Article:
Tigers Have Half-Game Lead on Yale in Ancient Eight Standings
NEW HAVEN, Conn. – Past the halfway point of the league schedule, the Yale women’s lacrosse team is in position to claim one of the four spots in the inaugural Ivy League Tournament that will determine who gets the league’s automatic berth in the NCAA Tournament. Wins in their final three Ancient Eight games would guarantee the Bulldogs a spot. First they look for a victory at Princeton Saturday (1 p.m.) in a game that will be televised on a tape-delay basis on Verizon FiOS1 cable systems.
Yale (5-6, 2-2 Ivy League) has had some close calls at Princeton in recent years, including an 8-7 loss in 2006 and a 9-6 loss two years ago. The Bulldogs beat the Tigers 6-5 in New Haven three years ago, but lost 15-6 at Reese Stadium last year. Junior midfielder/defender Kaitlyn Flatley (Berwyn, Pa.) had a big day with five caused turnovers, but the Tigers took advantage of 21 Yale turnovers and also had 12 free position attempts that resulted in six goals.
One of the questions heading into this Saturday’s game at Princeton Stadium is what freshman midfielder Devon Rhodes (E. Northport, N.Y.) will do for an encore. She was named Ivy League Offensive Player of the Week Monday after scoring 10 goals last week, and her eight-goal day last Saturday in a 17-13 win vs. Harvard forced a review of the record books. The bad news is that, as it turns out, Rhodes was not as close to the record for goals in an Ivy League game as originally thought. The league had incorrectly listed nine goals (by Penn’s Lisa Romig vs. Dartmouth in 1981) as the mark to beat. But the good news is -- thanks in part to the research Rhodes’ big game required -- the record now belongs to a Bulldog. And the even better news is that the record holder is still closely associated with the program. Tracy Ball ‘81’s 11-goal day in a 21-4 win at Cornell in 1980 had been mistakenly omitted from the Ivy League record book for years, but Ball is now recognized as the record holder. She is the mother of Yale junior midfielder Logan Greer (Berwyn, Pa.).
Rhodes’ big game was complemented nicely by senior attacker Jenna Block (Owings Mills, Md.), who had six points (one goal and five assists) against Harvard. With 16 points (6-10-16) in her last four games, Block has moved into second on the team in scoring (8-13-21) and leads the team in assists.
Senior defender Michele Fiorentino (Berwyn, Pa.) led Yale defensively with three caused turnovers vs. Harvard. She also had three draw controls in that game, and got a pair of ground balls. Fiorentino was a key part of a defensive effort by the Bulldogs that limited Harvard to just two goals in the first 37 minutes of the game as Yale built an 11-goal lead. For the season, Fiorentino is second on the team in caused turnovers (12) and ground balls (18).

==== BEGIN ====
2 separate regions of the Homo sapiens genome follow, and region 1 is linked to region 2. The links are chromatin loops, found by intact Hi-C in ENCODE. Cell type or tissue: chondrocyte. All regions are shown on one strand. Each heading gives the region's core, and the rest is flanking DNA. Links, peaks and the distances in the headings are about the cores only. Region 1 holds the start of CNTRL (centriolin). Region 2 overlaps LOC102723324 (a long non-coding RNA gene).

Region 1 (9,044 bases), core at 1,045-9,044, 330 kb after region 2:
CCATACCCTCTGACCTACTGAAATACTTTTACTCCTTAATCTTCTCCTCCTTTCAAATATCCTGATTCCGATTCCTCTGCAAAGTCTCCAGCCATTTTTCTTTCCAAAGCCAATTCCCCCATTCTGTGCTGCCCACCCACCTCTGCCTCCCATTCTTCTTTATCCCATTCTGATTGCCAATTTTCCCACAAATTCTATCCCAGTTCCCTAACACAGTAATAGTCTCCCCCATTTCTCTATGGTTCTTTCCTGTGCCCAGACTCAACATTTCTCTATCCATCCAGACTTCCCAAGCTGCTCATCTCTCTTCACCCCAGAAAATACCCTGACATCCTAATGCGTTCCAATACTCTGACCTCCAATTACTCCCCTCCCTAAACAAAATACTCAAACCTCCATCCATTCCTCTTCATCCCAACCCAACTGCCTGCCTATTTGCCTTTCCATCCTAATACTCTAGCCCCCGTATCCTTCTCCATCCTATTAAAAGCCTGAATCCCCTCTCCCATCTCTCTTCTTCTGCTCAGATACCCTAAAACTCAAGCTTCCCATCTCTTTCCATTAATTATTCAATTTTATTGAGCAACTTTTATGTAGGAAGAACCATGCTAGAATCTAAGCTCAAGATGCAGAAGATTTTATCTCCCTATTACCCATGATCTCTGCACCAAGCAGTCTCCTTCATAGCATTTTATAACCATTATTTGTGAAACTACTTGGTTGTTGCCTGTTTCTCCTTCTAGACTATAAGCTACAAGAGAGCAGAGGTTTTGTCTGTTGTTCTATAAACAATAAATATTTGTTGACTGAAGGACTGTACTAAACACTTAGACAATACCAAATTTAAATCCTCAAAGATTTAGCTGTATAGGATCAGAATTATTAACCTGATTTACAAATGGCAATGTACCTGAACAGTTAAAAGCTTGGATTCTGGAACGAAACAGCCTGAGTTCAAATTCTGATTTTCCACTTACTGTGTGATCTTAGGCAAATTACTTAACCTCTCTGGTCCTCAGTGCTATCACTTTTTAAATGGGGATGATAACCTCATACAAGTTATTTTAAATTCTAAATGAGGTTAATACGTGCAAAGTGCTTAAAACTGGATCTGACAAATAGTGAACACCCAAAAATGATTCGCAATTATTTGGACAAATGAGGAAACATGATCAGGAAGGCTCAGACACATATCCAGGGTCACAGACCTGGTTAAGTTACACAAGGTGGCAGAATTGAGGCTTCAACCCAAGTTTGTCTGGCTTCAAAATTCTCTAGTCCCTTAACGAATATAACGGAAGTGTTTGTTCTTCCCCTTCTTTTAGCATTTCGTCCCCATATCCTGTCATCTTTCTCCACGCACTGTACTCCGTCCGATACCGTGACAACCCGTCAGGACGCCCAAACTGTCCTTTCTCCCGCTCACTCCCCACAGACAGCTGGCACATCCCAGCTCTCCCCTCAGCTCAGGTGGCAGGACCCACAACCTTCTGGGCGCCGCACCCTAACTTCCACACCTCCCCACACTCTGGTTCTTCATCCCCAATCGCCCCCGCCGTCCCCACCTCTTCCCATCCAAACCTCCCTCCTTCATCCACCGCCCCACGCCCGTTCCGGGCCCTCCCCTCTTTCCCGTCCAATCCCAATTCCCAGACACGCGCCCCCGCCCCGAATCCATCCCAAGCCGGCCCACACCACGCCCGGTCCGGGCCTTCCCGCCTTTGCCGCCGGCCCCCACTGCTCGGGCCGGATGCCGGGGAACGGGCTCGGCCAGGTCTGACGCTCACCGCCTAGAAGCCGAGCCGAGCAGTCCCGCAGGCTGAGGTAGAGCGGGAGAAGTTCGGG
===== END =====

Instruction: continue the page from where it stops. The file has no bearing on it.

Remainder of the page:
Sophomore goalkeeper Whitney Quackenbush (Manhasset, N.Y.), brings a .502 save percentage and a 9.73 goals-against average into Saturday.
Princeton (4-6, 2-1 Ivy League) opened the season ranked No. 9 in the country, but the Tigers began dropping in the polls after losing two of their first three games. Last week’s 14-12 loss to Temple and 11-8 loss to Cornell dropped them out of the rankings entirely. Still, Princeton has shown the ability to knock off top teams, including a 15-14 win in double overtime at Georgetown, currently ranked No. 14. The Bulldogs will face the Hoyas at Reese Stadium later in the season.
Four of Princeton’s losses on the season have been by three goals or less, so the Tigers could easily be 8-2 right now. Even little things such as free position shots have made a big difference. Overall, Princeton is 11-for-35 (.314) from the 8-meter arc in its six losses, including a 2-for-9 performance last week. The Tigers are 11-for-20 (.550) from the eight in their four wins.
Attacker Lizzy Drumm, who had five goals against Yale last year, leads the Tigers in goals (26) and points (33). Attacker Kristin Morrison is second in scoring (16-8-24) and also has a team-high 14 caused turnovers. Lindsey deButts leads the team in draw controls (28) and ground balls (24). Goalie Erin Tochihara, a second team All-America pick last year, has a .456 save percentage and an 11.16 goals-against average.
The Tiger roster also includes three names that are familiar to Yale lacrosse fans. Attacker Sam Ellis’ brother Jordan Ellis ’07 played for Yale, as did midfielder Cassie Pyle’s brother, Bryce Pyle ’09, and midfielder Jenna Washabaugh’s brother, Kyle Washabaugh ’08.
Saturday will be Princeton’s “Friends of Jaclyn Day”, commemorating the same program that helped Yale recently adopt Alanna, a sixth-grader being treated for a brain tumor at Smilow Cancer Hospital at Yale-New Haven. Princeton has an adoptee of its own, from New Jersey.
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Report by Sam Rubin '95 (email@example.com), Yale Sports Publicity